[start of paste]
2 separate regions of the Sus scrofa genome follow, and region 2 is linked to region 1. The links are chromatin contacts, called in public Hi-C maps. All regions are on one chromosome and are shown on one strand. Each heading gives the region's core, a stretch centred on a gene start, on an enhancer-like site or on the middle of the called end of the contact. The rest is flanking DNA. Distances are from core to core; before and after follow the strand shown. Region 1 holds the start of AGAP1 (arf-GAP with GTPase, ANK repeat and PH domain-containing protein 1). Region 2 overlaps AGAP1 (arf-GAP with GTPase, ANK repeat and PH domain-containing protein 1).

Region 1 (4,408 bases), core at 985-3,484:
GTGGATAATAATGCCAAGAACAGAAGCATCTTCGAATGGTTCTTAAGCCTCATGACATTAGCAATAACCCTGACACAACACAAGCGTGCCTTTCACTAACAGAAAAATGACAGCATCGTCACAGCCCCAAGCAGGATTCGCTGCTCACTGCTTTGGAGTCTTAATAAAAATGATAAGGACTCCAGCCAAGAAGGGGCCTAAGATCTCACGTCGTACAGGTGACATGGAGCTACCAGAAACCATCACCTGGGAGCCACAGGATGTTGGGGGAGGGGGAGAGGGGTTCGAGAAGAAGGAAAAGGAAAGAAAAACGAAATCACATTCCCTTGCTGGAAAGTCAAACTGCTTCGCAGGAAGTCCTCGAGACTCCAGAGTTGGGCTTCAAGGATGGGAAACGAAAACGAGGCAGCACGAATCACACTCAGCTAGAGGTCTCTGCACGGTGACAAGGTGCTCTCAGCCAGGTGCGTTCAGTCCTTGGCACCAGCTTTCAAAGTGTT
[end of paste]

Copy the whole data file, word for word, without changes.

2 separate regions of the Sus scrofa genome follow, and region 2 is linked to region 1. The links are chromatin contacts, called in public Hi-C maps. All regions are on one chromosome and are shown on one strand. Each heading gives the region's core, a stretch centred on a gene start, on an enhancer-like site or on the middle of the called end of the contact. The rest is flanking DNA. Distances are from core to core; before and after follow the strand shown. Region 1 holds the start of AGAP1 (arf-GAP with GTPase, ANK repeat and PH domain-containing protein 1). Region 2 overlaps AGAP1 (arf-GAP with GTPase, ANK repeat and PH domain-containing protein 1).

Region 1 (4,408 bases), core at 985-3,484:
GTGGATAATAATGCCAAGAACAGAAGCATCTTCGAATGGTTCTTAAGCCTCATGACATTAGCAATAACCCTGACACAACACAAGCGTGCCTTTCACTAACAGAAAAATGACAGCATCGTCACAGCCCCAAGCAGGATTCGCTGCTCACTGCTTTGGAGTCTTAATAAAAATGATAAGGACTCCAGCCAAGAAGGGGCCTAAGATCTCACGTCGTACAGGTGACATGGAGCTACCAGAAACCATCACCTGGGAGCCACAGGATGTTGGGGGAGGGGGAGAGGGGTTCGAGAAGAAGGAAAAGGAAAGAAAAACGAAATCACATTCCCTTGCTGGAAAGTCAAACTGCTTCGCAGGAAGTCCTCGAGACTCCAGAGTTGGGCTTCAAGGATGGGAAACGAAAACGAGGCAGCACGAATCACACTCAGCTAGAGGTCTCTGCACGGTGACAAGGTGCTCTCAGCCAGGTGCGTTCAGTCCTTGGCACCAGCTTTCAAAGTGTT